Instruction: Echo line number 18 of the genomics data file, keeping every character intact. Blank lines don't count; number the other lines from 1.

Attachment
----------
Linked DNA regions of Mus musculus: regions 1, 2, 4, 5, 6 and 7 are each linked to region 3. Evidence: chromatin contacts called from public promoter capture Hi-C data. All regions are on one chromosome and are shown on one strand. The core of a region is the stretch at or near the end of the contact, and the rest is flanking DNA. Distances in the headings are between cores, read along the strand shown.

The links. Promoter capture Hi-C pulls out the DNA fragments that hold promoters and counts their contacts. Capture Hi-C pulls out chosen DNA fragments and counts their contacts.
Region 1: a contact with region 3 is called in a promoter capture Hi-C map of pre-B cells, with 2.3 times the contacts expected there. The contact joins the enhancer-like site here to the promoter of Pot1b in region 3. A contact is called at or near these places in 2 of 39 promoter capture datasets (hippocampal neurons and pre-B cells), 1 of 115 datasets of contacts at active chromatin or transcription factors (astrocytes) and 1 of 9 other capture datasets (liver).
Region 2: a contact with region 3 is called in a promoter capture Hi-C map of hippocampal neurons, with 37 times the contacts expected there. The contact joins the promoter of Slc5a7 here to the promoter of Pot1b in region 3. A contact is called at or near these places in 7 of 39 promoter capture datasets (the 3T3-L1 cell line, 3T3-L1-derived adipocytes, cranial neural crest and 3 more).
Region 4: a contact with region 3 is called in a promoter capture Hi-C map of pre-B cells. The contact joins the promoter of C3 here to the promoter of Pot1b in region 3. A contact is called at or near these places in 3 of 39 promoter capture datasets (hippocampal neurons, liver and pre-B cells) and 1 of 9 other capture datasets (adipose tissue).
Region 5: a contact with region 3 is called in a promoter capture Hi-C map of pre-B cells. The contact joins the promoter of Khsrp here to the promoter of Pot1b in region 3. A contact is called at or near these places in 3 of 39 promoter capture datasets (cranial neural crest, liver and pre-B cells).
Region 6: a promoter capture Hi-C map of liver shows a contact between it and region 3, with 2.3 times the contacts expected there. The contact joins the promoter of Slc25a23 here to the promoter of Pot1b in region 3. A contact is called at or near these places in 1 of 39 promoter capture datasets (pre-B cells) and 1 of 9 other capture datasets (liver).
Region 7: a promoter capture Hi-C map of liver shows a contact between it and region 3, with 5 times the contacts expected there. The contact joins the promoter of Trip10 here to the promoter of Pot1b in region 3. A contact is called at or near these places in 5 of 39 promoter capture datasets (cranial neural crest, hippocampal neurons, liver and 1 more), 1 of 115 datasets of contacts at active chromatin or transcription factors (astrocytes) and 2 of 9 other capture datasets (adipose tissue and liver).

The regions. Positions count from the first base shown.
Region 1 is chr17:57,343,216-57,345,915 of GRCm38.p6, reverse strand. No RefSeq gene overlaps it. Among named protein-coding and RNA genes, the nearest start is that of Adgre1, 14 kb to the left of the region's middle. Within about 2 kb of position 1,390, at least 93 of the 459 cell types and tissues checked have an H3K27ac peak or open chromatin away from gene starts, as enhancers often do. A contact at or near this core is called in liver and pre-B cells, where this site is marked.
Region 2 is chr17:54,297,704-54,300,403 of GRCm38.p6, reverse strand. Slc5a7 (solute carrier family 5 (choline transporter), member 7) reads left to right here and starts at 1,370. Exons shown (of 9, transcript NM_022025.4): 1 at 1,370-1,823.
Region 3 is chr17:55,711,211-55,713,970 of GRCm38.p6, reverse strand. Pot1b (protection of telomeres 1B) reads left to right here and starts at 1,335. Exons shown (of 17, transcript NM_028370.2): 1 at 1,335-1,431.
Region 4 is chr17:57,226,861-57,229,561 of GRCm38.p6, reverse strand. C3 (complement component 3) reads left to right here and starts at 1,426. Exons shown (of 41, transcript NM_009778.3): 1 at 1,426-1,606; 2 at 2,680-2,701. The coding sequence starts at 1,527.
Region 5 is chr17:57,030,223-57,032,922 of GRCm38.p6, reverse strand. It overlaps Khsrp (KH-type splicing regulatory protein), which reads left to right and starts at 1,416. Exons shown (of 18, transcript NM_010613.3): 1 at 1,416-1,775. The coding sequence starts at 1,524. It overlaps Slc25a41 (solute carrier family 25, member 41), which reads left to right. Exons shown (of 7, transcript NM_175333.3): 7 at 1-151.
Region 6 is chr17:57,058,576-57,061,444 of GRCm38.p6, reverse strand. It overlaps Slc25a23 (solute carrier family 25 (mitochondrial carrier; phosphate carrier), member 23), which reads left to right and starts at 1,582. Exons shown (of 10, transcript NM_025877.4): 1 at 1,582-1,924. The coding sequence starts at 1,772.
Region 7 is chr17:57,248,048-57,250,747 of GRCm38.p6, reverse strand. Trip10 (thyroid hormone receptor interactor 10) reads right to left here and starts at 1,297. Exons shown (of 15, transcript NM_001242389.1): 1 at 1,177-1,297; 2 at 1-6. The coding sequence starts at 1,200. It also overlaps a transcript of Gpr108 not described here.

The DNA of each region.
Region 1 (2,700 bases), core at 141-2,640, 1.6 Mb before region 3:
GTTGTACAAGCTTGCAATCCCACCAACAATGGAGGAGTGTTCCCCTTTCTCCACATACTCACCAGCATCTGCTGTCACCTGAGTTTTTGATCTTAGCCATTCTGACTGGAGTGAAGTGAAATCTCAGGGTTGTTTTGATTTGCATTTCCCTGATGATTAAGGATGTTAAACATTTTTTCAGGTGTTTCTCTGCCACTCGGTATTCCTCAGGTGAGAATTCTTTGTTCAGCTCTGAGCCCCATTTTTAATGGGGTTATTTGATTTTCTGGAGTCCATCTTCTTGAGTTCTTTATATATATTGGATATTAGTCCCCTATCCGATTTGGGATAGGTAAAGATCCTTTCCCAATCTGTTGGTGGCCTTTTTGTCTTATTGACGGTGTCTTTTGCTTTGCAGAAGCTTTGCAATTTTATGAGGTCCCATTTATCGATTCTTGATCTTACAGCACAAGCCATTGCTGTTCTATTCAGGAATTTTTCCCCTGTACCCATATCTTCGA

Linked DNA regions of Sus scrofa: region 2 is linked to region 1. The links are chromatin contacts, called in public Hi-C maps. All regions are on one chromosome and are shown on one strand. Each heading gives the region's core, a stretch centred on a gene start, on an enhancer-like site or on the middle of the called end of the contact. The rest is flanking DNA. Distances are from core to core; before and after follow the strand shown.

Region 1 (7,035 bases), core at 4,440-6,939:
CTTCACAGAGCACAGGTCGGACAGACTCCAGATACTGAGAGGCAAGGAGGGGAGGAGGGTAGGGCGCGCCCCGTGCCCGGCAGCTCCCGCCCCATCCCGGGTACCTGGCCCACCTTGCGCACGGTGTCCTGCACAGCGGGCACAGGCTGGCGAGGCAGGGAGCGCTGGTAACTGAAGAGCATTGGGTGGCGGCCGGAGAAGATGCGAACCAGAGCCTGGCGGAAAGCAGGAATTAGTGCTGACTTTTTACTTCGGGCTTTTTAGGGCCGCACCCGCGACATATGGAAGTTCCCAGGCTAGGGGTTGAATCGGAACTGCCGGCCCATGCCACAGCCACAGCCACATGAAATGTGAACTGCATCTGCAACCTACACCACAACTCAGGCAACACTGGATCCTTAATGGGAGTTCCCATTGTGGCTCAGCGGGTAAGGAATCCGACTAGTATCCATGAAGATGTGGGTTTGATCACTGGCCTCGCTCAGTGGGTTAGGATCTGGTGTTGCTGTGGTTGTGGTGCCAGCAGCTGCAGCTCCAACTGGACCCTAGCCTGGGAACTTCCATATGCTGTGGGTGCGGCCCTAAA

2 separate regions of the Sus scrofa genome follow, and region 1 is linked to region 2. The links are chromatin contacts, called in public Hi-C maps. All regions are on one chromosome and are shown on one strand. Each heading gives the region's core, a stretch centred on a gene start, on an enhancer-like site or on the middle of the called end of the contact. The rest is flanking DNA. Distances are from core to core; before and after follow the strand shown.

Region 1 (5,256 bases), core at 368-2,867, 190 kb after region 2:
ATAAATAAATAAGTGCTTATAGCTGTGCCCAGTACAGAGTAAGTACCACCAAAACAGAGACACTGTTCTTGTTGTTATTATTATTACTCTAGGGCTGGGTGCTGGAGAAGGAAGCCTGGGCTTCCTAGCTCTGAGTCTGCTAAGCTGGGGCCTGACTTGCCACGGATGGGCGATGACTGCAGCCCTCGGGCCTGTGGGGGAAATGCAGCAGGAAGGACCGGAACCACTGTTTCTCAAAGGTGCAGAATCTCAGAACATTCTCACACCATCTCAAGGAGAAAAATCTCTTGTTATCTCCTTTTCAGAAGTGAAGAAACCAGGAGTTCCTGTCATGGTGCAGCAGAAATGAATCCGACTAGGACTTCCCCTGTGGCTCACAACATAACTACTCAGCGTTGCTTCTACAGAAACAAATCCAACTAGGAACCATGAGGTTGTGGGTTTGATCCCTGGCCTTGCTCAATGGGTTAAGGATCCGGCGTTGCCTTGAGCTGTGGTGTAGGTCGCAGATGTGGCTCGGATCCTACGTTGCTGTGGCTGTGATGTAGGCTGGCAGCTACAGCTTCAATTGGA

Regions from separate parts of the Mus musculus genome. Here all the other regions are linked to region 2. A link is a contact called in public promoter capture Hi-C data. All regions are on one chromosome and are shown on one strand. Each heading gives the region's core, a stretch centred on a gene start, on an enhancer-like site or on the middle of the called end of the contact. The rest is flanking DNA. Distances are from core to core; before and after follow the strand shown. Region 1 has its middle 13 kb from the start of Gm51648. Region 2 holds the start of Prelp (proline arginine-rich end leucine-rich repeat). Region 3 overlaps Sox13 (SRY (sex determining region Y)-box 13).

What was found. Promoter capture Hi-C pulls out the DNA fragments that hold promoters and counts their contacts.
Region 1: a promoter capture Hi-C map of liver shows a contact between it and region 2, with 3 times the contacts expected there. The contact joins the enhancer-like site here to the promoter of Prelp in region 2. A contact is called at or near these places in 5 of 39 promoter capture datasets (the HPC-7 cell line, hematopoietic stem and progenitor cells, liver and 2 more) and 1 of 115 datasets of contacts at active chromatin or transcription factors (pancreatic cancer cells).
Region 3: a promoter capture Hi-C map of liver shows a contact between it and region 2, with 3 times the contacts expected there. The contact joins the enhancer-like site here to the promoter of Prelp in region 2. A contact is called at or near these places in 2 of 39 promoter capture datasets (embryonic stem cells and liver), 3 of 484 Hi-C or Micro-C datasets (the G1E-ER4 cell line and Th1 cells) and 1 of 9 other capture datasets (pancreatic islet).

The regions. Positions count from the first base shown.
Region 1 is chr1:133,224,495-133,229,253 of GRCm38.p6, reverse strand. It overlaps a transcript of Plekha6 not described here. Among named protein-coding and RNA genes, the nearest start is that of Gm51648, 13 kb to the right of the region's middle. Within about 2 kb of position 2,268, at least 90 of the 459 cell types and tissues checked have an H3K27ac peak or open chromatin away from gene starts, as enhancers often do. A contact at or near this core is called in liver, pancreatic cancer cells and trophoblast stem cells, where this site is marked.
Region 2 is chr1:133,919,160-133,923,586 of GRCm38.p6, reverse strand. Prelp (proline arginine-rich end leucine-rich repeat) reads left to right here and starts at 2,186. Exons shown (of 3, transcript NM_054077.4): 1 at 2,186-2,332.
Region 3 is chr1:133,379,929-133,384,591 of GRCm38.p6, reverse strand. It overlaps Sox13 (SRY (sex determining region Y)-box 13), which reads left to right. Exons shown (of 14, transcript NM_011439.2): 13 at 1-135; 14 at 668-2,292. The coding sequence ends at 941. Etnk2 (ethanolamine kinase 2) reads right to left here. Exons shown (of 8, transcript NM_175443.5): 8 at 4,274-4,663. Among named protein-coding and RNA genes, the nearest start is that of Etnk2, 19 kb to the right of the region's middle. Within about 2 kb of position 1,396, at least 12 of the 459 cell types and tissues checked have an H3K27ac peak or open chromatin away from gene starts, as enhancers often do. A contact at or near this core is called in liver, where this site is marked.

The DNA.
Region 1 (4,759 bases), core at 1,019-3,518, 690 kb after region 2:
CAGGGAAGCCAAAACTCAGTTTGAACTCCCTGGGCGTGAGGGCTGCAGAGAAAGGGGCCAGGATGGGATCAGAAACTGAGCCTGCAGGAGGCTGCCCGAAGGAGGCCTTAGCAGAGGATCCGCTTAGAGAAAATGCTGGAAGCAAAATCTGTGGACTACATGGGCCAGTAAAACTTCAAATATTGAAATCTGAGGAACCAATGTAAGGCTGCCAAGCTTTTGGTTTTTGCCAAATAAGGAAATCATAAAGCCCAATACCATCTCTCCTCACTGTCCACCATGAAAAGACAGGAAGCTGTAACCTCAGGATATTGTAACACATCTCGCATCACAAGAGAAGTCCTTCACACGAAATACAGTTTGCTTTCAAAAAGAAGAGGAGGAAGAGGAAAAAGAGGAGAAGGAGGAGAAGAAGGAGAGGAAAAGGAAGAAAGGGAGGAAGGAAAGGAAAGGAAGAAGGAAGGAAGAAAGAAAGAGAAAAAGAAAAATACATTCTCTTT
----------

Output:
Region 1 (2,700 bases), core at 141-2,640, 1.6 Mb before region 3: